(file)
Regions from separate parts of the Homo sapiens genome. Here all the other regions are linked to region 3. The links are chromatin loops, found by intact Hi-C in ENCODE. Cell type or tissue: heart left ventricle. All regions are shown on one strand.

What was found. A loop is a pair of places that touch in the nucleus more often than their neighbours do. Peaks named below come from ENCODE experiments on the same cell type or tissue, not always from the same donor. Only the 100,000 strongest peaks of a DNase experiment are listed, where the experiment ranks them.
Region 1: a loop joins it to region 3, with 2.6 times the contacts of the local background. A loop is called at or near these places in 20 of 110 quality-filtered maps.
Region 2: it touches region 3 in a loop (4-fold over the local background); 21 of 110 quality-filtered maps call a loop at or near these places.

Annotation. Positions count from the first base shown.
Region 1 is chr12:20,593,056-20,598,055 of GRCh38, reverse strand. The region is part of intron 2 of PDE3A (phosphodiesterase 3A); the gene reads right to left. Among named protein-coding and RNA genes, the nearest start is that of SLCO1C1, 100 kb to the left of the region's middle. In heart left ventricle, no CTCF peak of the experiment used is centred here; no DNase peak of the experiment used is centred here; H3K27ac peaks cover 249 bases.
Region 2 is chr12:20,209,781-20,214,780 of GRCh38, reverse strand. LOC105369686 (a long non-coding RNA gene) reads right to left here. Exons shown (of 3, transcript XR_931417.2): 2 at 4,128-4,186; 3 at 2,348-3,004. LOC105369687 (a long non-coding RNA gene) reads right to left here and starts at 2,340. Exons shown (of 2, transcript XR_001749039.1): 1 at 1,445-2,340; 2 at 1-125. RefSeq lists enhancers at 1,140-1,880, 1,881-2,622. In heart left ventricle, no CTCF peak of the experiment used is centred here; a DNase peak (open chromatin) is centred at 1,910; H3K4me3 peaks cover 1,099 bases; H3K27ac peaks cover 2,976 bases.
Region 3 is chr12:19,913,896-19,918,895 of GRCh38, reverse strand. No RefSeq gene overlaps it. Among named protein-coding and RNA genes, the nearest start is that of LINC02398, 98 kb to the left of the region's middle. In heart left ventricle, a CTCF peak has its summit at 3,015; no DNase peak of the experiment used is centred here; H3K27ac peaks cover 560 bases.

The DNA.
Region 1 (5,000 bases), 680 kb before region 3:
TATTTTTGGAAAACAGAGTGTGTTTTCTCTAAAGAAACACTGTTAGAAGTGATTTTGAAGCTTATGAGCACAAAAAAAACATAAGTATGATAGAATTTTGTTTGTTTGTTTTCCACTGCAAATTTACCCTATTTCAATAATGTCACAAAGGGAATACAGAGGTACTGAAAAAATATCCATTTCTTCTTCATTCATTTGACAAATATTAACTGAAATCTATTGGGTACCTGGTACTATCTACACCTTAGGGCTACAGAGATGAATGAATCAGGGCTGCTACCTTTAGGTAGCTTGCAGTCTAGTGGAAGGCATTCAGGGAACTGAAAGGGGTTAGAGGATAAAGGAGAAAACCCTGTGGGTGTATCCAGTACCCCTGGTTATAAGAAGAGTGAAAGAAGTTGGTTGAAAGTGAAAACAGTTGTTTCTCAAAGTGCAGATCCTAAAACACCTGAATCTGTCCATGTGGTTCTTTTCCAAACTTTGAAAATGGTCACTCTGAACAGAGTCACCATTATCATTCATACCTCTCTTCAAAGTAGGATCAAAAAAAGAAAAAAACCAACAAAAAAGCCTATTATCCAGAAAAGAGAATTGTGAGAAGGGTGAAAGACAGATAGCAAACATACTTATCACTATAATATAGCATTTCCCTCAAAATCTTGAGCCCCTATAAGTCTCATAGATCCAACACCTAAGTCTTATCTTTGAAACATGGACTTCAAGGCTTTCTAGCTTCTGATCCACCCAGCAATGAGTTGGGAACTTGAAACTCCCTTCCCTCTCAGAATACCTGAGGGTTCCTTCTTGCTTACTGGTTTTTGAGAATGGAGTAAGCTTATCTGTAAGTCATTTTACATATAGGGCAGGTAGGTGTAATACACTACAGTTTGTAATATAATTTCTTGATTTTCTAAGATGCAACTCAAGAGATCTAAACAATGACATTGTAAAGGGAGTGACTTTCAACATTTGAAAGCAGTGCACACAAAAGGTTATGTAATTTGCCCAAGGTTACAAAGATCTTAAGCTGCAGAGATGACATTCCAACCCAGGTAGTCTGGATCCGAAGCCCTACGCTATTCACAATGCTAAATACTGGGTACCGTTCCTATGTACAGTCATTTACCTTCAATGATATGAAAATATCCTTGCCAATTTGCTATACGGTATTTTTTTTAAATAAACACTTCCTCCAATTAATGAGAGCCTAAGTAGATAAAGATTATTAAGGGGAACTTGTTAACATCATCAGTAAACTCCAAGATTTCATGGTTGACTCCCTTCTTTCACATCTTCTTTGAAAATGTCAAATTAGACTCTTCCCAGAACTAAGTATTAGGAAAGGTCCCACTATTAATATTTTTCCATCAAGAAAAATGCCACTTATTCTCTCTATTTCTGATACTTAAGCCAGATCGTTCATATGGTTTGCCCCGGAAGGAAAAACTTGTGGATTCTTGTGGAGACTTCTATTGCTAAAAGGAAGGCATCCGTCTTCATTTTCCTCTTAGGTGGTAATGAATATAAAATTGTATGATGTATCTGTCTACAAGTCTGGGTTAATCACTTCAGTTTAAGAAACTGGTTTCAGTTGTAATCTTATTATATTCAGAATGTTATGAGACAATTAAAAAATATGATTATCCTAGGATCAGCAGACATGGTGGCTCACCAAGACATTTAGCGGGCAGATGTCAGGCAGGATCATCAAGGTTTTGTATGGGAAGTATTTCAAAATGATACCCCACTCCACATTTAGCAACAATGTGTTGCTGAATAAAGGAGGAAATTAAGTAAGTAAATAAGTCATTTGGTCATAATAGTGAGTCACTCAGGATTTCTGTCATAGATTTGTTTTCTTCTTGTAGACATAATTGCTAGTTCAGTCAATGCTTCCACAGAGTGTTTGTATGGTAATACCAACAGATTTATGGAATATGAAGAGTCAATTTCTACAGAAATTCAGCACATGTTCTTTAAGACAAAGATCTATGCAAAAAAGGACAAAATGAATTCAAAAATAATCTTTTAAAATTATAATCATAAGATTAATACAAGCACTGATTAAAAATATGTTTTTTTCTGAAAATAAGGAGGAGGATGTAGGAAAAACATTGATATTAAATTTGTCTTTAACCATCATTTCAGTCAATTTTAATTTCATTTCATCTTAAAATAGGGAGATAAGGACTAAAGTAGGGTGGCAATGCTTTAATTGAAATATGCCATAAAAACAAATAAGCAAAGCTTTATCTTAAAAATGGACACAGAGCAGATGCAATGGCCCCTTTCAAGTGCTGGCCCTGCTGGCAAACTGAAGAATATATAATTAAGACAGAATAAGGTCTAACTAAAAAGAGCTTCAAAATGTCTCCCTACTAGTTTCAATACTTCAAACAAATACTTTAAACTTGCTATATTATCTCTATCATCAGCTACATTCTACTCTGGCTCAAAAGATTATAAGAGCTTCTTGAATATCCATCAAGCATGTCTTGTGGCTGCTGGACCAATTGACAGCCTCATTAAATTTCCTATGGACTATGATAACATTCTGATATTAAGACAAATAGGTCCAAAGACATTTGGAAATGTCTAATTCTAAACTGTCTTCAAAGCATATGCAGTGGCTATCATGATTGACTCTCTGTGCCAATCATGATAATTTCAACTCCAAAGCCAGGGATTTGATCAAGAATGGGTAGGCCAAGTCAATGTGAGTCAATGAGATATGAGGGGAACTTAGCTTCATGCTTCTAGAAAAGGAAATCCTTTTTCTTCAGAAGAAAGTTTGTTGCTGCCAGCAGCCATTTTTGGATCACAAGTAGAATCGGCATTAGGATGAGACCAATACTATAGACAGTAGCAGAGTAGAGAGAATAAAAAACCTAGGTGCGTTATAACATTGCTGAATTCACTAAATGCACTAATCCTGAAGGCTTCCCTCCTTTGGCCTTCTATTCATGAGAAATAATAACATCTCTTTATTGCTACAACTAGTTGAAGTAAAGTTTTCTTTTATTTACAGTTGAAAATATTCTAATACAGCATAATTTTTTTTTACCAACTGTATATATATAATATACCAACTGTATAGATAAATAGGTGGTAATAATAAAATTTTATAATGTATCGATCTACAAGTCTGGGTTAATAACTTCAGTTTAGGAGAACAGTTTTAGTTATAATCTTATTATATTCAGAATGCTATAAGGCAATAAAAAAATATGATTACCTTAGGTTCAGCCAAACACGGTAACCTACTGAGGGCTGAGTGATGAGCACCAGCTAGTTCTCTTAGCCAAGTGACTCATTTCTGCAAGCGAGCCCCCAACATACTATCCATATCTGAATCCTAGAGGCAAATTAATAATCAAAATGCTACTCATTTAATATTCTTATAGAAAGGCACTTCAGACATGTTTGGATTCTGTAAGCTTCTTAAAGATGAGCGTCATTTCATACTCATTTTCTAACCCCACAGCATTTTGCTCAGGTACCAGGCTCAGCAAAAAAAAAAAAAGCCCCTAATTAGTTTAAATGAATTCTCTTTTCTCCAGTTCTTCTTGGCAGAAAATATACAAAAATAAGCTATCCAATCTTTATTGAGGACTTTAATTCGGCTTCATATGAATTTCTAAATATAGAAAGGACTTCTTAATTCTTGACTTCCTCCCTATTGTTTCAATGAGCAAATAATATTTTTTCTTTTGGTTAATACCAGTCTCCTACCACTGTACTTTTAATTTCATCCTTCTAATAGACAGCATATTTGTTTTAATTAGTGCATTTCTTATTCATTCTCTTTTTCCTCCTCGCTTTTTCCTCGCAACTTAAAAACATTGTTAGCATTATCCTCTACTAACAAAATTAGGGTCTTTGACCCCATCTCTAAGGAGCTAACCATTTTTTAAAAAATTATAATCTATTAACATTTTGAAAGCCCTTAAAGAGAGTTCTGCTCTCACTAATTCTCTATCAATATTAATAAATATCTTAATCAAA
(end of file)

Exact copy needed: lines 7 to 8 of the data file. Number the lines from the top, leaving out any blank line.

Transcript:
Region 2 is chr12:20,209,781-20,214,780 of GRCh38, reverse strand. LOC105369686 (a long non-coding RNA gene) reads right to left here. Exons shown (of 3, transcript XR_931417.2): 2 at 4,128-4,186; 3 at 2,348-3,004. LOC105369687 (a long non-coding RNA gene) reads right to left here and starts at 2,340. Exons shown (of 2, transcript XR_001749039.1): 1 at 1,445-2,340; 2 at 1-125. RefSeq lists enhancers at 1,140-1,880, 1,881-2,622. In heart left ventricle, no CTCF peak of the experiment used is centred here; a DNase peak (open chromatin) is centred at 1,910; H3K4me3 peaks cover 1,099 bases; H3K27ac peaks cover 2,976 bases.
Region 3 is chr12:19,913,896-19,918,895 of GRCh38, reverse strand. No RefSeq gene overlaps it. Among named protein-coding and RNA genes, the nearest start is that of LINC02398, 98 kb to the left of the region's middle. In heart left ventricle, a CTCF peak has its summit at 3,015; no DNase peak of the experiment used is centred here; H3K27ac peaks cover 560 bases.